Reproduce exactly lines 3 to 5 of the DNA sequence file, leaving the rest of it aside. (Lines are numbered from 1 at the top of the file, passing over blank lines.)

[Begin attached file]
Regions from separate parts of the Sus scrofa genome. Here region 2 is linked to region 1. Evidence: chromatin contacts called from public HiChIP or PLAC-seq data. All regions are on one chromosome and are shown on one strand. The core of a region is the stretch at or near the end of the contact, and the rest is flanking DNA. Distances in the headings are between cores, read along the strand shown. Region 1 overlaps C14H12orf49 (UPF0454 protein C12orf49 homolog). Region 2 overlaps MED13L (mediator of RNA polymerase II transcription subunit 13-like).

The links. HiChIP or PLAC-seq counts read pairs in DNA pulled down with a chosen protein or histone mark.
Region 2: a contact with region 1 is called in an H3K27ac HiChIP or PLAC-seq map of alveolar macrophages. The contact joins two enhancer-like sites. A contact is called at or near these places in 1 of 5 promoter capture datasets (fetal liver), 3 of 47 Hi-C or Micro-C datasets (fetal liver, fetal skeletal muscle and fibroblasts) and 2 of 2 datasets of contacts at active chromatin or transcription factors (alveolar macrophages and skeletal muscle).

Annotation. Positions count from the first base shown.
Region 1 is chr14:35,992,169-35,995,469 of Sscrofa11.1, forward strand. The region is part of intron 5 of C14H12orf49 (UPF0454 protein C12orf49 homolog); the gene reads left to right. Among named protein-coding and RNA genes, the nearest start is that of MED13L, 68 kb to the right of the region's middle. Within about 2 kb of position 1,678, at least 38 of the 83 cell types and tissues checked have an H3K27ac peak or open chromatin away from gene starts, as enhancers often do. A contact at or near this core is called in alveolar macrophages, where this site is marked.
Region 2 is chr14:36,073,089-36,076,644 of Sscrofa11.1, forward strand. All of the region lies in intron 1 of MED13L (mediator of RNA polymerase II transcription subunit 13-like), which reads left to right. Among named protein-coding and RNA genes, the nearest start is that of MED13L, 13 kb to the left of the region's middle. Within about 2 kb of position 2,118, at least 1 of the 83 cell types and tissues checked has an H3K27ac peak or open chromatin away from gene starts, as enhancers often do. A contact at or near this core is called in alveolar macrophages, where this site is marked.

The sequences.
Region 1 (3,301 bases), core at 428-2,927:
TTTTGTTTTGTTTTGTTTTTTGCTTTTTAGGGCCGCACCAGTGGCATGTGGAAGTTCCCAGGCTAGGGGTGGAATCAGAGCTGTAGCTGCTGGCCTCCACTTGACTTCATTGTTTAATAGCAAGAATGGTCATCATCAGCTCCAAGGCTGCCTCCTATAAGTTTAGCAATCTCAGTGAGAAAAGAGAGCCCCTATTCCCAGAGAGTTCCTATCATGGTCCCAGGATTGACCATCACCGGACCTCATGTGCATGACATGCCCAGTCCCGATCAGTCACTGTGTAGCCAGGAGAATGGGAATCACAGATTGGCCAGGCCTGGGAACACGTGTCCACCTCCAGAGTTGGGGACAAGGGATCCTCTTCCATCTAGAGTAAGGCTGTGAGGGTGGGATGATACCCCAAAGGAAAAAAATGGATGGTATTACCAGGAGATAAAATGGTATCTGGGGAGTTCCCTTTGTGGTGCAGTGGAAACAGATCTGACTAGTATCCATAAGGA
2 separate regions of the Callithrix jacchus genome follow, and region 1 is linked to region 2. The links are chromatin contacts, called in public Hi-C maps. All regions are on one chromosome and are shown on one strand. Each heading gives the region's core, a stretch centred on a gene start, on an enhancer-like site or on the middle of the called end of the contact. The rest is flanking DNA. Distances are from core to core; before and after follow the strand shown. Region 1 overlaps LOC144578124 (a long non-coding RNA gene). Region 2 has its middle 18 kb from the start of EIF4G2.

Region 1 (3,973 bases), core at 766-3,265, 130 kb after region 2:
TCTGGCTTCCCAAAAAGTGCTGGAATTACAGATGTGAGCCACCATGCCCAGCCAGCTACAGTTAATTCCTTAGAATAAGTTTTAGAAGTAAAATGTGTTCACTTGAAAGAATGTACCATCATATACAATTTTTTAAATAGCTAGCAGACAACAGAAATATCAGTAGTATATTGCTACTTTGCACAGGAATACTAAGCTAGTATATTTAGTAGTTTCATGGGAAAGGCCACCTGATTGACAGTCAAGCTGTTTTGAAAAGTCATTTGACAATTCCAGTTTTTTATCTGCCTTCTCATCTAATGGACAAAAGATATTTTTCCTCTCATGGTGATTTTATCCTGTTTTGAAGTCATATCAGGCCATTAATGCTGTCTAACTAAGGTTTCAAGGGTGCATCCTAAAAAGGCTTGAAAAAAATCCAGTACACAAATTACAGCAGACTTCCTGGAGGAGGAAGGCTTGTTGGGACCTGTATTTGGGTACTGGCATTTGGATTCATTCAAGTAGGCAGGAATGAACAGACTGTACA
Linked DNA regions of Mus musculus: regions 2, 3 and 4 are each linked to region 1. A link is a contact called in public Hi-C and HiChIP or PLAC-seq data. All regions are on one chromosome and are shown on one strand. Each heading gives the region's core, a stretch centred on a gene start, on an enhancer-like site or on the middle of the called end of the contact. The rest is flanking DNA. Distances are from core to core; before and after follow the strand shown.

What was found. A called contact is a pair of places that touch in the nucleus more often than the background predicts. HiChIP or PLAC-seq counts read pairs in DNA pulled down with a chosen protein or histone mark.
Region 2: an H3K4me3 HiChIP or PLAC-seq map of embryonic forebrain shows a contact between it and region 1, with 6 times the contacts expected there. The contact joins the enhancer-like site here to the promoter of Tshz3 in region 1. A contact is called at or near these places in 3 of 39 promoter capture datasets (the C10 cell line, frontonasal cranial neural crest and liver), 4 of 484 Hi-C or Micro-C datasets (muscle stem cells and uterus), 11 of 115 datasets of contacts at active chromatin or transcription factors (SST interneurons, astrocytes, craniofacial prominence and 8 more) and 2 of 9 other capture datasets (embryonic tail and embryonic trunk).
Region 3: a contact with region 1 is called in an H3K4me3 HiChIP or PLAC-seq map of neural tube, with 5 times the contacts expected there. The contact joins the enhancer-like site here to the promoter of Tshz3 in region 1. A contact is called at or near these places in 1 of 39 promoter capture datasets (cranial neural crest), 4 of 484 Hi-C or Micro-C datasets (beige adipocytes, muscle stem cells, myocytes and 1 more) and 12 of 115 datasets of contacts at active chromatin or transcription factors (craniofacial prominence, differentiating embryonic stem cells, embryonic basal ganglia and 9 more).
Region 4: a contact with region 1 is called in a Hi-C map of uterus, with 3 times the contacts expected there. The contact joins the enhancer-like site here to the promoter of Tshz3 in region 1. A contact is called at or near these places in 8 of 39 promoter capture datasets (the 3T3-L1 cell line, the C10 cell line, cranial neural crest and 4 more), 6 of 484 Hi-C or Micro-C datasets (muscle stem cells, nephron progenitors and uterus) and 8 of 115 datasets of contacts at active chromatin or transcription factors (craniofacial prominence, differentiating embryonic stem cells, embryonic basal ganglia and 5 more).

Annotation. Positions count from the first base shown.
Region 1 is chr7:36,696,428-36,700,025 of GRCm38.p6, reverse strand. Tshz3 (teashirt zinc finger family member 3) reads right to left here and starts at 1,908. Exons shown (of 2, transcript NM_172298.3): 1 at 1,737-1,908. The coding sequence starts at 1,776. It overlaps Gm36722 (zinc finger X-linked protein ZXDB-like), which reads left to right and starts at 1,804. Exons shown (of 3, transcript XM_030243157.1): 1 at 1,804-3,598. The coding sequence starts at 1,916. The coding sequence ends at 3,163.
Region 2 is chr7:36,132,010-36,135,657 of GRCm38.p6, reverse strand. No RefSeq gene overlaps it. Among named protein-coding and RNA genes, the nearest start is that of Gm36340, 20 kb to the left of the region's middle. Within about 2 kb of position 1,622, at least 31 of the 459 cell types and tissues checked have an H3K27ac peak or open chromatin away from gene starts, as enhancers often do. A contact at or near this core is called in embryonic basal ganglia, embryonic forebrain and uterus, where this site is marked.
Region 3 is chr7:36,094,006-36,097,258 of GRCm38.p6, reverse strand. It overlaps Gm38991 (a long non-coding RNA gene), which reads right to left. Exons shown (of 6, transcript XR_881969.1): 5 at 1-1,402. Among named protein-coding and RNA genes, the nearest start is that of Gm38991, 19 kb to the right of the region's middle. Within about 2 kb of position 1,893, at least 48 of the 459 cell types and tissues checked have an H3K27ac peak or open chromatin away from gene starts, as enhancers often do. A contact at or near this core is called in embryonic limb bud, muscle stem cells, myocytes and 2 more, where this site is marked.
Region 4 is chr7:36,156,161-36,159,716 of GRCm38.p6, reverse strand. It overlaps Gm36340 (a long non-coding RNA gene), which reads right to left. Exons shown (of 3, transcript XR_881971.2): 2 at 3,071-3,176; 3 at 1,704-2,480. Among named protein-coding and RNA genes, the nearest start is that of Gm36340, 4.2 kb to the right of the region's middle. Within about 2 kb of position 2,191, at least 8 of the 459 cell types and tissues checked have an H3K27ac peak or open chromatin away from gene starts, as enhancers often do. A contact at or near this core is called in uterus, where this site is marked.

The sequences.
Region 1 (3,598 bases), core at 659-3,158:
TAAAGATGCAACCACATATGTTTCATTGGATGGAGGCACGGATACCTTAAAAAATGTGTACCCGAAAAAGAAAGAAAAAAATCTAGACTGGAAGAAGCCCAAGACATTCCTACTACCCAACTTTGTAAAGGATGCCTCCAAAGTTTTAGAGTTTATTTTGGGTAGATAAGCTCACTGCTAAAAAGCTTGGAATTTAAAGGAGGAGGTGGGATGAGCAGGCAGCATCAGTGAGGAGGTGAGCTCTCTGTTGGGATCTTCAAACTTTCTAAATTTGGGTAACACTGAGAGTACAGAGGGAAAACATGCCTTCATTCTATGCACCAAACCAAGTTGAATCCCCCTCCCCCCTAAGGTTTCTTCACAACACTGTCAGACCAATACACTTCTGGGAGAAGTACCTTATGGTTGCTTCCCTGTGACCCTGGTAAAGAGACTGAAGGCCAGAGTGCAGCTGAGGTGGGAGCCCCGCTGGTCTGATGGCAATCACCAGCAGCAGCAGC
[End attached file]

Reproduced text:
Region 2: a contact with region 1 is called in an H3K27ac HiChIP or PLAC-seq map of alveolar macrophages. The contact joins two enhancer-like sites. A contact is called at or near these places in 1 of 5 promoter capture datasets (fetal liver), 3 of 47 Hi-C or Micro-C datasets (fetal liver, fetal skeletal muscle and fibroblasts) and 2 of 2 datasets of contacts at active chromatin or transcription factors (alveolar macrophages and skeletal muscle).

Annotation. Positions count from the first base shown.
Region 1 is chr14:35,992,169-35,995,469 of Sscrofa11.1, forward strand. The region is part of intron 5 of C14H12orf49 (UPF0454 protein C12orf49 homolog); the gene reads left to right. Among named protein-coding and RNA genes, the nearest start is that of MED13L, 68 kb to the right of the region's middle. Within about 2 kb of position 1,678, at least 38 of the 83 cell types and tissues checked have an H3K27ac peak or open chromatin away from gene starts, as enhancers often do. A contact at or near this core is called in alveolar macrophages, where this site is marked.